Monday, February 7, 2011
The Last Great American Housewife by Staci Greason
Out on a Limb
One of the things I like the best about writing is digging deep to the roots of a story to uncover the strange, extraordinary and true in the life of the ordinary. To grow a book this way requires patience, diligence and the willingness to go on a journey.
When I started writing The Last Great American Housewife it wasn’t about a housewife on the verge of forty whose mother dies. It was a story about the end of the world, a group of young eco-terrorists, and one lone redwood. The first draft of the book was around four hundred pages. I gave it to my mentor, the wonderful and generous writer, Jim Krusoe. “The only character I like is the housewife,” he said. “That’s the story. Try leaving out the whole end of the world thing, too.” And so Kate, the housewife, claimed her spot as the hero. She stalked elderly women in grocery stores, skated around an affair with a college student and eventually climbed a tree by the mall to save it from destruction. The eco-terrorists were softened into college environmentalists, playing minor roles in Kate's story.
Over the course of the next six years through various day jobs, boyfriends loved and lost, moves to Colorado and back to California, I continued to peck away. At times I cried and closed the laptop only to return (of course) because what else is there to do but continue? I researched trees, drove around the San Fernando Valley and tended to Kate’s story.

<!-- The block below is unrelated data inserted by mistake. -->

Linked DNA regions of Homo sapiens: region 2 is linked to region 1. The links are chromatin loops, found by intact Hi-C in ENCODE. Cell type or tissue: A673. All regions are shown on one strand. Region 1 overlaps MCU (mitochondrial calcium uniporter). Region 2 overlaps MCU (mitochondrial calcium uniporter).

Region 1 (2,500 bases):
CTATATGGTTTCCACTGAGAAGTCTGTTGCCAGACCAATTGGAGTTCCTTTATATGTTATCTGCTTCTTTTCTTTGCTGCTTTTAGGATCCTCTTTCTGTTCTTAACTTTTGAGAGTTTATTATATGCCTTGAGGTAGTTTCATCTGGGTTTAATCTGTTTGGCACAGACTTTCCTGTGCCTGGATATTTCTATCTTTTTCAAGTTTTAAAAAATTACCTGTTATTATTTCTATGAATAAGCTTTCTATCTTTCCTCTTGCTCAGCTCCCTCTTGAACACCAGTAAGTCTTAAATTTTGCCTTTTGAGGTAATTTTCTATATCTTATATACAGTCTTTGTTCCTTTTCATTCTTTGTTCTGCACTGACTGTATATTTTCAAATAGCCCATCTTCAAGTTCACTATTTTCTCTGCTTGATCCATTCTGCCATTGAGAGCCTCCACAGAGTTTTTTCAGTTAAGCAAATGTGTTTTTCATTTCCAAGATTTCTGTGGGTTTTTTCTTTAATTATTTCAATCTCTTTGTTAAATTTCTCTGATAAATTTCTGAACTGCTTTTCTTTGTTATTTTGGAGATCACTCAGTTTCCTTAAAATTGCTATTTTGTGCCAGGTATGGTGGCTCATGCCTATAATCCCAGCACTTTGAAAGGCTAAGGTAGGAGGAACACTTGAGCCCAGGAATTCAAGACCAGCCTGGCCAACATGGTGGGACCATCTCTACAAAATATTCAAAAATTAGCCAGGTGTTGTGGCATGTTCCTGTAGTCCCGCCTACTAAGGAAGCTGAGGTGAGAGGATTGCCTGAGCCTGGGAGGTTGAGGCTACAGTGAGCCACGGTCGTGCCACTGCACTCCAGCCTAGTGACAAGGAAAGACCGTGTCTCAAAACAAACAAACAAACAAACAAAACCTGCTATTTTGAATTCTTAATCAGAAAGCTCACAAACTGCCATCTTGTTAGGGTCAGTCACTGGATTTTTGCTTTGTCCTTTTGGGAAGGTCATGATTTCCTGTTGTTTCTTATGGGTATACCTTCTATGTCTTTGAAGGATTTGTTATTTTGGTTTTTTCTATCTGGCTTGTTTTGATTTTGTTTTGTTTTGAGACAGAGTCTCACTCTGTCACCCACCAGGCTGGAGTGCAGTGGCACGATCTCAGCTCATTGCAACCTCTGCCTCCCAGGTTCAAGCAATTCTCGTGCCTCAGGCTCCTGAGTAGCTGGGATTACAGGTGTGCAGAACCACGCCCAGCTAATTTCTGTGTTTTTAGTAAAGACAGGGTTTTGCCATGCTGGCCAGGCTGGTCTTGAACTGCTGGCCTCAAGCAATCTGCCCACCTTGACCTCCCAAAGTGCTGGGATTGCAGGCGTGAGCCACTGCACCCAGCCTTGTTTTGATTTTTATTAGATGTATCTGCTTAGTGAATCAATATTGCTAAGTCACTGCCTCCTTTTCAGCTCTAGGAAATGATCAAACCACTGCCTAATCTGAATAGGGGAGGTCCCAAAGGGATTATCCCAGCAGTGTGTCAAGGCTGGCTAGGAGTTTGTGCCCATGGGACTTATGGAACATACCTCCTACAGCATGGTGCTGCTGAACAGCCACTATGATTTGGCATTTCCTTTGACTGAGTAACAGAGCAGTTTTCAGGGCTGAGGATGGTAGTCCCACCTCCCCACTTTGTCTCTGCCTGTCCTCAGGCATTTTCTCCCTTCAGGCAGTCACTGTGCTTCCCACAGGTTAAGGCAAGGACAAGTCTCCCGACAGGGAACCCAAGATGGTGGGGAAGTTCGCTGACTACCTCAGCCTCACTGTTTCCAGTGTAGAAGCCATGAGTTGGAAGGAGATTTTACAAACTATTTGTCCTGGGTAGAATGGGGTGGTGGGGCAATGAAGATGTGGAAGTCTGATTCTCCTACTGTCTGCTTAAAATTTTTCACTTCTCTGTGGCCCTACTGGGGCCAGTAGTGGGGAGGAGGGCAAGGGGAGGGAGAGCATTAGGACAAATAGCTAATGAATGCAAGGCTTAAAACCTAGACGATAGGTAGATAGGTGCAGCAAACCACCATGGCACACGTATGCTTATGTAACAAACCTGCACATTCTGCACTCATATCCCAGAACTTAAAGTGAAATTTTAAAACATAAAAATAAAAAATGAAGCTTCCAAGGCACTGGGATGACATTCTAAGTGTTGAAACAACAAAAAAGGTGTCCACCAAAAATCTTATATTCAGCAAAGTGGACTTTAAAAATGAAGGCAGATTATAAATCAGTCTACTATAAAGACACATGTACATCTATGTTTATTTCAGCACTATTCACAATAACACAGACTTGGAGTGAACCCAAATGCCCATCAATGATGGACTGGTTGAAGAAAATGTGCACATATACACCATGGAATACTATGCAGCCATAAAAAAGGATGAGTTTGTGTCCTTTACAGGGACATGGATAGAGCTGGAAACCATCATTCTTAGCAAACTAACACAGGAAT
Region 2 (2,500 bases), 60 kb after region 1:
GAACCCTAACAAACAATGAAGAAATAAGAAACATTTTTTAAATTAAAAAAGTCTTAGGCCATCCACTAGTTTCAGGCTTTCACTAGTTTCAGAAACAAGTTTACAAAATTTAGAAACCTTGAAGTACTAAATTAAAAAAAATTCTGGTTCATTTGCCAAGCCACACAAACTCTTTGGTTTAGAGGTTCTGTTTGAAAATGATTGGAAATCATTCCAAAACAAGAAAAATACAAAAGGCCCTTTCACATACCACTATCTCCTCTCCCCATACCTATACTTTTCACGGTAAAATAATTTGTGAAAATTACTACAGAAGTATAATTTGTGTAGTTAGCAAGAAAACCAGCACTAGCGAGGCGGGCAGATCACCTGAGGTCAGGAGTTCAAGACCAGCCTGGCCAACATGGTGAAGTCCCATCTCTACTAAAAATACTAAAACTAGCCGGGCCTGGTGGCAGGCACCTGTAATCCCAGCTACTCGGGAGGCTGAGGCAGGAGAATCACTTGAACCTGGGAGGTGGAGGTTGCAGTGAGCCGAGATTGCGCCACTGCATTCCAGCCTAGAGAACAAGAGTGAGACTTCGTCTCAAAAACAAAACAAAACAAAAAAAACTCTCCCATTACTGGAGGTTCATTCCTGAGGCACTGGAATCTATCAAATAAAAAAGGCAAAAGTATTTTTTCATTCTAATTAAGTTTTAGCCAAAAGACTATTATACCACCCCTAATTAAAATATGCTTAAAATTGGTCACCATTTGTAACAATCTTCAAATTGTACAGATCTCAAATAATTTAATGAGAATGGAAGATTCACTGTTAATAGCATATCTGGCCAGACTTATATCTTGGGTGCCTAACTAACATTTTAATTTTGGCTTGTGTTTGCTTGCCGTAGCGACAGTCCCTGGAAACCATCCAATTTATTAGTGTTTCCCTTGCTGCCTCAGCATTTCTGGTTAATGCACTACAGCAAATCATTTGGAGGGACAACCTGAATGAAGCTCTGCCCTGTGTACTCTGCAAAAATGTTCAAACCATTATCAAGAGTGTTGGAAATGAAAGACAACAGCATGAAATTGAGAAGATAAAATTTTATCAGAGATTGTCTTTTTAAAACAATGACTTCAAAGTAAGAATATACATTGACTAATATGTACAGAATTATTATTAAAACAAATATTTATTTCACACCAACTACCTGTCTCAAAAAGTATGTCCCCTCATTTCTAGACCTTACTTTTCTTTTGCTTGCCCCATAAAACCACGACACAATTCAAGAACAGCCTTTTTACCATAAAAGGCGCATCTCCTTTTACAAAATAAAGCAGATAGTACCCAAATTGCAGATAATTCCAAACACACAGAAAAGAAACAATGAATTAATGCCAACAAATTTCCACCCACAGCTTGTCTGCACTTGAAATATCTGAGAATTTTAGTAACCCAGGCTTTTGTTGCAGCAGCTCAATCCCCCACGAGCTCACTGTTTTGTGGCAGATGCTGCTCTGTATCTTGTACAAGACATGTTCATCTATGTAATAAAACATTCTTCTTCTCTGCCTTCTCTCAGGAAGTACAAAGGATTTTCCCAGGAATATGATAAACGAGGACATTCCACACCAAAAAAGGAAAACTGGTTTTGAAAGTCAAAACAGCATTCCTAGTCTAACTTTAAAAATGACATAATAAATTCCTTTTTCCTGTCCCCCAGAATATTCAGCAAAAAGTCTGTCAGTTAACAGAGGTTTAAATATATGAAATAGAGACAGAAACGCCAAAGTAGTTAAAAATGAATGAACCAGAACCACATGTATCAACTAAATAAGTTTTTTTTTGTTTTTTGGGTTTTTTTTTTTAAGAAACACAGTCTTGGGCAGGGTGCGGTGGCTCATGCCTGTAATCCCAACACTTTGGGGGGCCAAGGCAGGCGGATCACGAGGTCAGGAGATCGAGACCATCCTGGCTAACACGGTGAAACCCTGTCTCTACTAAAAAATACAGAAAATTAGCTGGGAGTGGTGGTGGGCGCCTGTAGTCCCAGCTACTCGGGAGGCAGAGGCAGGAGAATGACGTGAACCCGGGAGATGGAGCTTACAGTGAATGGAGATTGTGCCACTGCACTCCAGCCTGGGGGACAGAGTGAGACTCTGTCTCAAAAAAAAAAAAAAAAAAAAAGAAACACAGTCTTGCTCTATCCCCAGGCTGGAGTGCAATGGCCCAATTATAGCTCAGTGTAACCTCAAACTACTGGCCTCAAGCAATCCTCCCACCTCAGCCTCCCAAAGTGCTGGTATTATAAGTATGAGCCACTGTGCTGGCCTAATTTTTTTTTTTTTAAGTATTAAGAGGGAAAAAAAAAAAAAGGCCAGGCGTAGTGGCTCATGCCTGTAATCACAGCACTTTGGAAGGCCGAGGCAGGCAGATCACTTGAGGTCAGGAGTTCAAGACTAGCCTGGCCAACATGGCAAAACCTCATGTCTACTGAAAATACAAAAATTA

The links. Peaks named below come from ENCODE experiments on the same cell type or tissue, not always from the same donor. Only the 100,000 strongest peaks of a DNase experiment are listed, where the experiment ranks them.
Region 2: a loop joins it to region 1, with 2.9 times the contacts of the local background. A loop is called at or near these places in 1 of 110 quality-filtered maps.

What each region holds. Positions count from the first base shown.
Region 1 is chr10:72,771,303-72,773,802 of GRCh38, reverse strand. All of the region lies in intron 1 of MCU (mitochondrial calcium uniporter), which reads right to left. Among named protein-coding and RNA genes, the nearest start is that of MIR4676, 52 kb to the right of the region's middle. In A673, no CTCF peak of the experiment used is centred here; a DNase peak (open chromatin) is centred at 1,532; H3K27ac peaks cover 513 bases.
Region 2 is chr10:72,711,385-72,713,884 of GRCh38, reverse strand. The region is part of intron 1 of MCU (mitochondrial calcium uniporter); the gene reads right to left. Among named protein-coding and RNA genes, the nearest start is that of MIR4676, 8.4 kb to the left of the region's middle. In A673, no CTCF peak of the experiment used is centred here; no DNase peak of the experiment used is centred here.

When it was over, I felt depleted, happy and satisfied with the work. The next part (I mistakenly thought) was up to my agent. For a year she tried to sell the book. Finally one day she sent an email, “You’ve written the perfect book that no one wants.” She suggested that I publish an electronic version to get a little attention. Suggesting self-publishing to a novelist is like asking a gourmet chef to open a hot dog stand in his front yard. I fired her immediately. Writer friends warned, “Don’t do it,” while artist friends asked, “Why not? Musicians make their own cds. Filmmakers make their own films.”
Over the course of the next few months, I took a good hard look at myself. Was my goal to be published by New York or to share my story? I had to let go of my attachment and ego and need to be validated as a writer. That’s when I realized - Kate’s journey is about bravery.
To create anything of lasting value artists must possess a pioneering spirit. It isn’t about what anyone else says. I wasn’t ready to give up on the book. I had to do the one thing I didn’t want to – climb out on a limb.
Recently my novel The Last Great American Housewife was released as an e-book on Amazon. It’s getting good reviews, but more importantly readers are really enjoying the book. I hope Kate’s inner transformation from grief into real happiness encourages people to tend to the strange, extraordinary and true within their own ordinary lives.
Here are a few links to find out more info on Staci and her book:
Thanks for joining us today!